We'd looked before at how to find he quickest route between two points that also touches a line: reflect one of the points first.

Luckily, plenty of children remembered this when we tried out some tricky shots in a game of minigolf.

First we had a go at creating some courses with an obstacle between the ball and the hole.

We did this using Geogebra. Within a rectangle we put a ball and a hole, and an obstacle between the two.

Have a look at it in GeoGebra Tube.

Then we looked at how the

*Reflect Object about Line*tool could be used to find the reflected point. From there it was mostly straightforward to work out the correct shot. If you can see the GeoGebra image above, you can have a go yourself.

There were one or two cases where people had put the ball in a very tricky place. This meant two bounces were needed:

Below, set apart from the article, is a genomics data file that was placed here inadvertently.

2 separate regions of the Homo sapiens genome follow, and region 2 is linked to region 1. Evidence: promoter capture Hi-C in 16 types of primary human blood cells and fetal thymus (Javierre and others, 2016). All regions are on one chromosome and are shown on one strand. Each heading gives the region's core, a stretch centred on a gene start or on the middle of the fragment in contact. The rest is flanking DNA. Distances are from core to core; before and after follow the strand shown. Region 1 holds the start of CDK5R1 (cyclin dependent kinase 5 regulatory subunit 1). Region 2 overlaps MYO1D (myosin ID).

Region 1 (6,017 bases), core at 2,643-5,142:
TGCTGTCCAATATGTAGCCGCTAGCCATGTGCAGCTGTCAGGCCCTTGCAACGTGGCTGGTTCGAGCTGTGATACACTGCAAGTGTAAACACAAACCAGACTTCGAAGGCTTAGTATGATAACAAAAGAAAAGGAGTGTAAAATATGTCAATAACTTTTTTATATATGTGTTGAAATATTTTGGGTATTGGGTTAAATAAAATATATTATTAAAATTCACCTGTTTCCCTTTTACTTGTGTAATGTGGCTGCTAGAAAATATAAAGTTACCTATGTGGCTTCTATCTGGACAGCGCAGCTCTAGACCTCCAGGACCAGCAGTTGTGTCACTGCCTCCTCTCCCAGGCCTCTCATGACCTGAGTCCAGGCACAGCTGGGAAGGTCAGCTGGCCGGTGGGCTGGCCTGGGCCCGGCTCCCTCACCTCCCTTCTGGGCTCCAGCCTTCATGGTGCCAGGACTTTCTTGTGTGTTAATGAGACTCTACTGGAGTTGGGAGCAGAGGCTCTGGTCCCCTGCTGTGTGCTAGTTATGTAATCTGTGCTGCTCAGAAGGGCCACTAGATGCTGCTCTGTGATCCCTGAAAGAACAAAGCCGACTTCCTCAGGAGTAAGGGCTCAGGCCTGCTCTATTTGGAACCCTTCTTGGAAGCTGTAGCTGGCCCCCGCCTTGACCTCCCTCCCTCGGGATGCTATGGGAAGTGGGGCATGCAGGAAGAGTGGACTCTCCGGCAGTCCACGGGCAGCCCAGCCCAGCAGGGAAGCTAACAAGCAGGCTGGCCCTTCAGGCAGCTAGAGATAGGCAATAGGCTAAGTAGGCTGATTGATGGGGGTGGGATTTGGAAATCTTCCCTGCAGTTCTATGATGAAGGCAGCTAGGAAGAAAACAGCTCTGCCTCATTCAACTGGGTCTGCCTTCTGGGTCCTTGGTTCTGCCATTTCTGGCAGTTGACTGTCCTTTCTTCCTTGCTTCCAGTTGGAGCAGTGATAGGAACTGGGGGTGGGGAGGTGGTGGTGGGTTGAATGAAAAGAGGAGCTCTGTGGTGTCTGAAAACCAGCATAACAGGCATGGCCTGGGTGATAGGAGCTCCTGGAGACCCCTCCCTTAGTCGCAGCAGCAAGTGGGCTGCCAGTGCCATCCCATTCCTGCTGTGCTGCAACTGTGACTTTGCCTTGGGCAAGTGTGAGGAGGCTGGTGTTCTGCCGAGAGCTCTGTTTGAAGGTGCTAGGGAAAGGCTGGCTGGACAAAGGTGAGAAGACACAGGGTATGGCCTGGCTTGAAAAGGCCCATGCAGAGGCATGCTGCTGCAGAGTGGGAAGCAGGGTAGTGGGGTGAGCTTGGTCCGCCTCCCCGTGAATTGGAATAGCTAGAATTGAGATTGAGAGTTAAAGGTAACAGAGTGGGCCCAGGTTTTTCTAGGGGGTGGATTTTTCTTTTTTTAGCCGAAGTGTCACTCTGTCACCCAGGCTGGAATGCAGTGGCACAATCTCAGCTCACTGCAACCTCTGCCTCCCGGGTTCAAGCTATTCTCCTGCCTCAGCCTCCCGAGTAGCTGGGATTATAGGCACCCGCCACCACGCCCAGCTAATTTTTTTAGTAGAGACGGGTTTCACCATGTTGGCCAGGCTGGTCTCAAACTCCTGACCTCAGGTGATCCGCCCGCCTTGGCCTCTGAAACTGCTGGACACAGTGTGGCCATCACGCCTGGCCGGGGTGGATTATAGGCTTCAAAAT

Then, we had a go at doing this on paper, with different tools. This time we used the ruler to work out where the reflection of the ball should be, and the protractor to check the angle the ball hit the wall and the angle the ball left the wall:

In most cases we found that the two angles were the same!

The idea of a game of minigolf seemed to work well as a practical context for talking about angles and reflections, and also for using geometry tools, online and physical. So much so that some students were all for a visit to the local minigolf "to study angles"!

Wow. What a wonderful way to use GeoGebra and study reflection, Simon! Thank you for all the great screenshots too. I have to steal this. Thank you so much!

ReplyDeletegreat motivating lessons...kids are sure to love math now if they didn't before!

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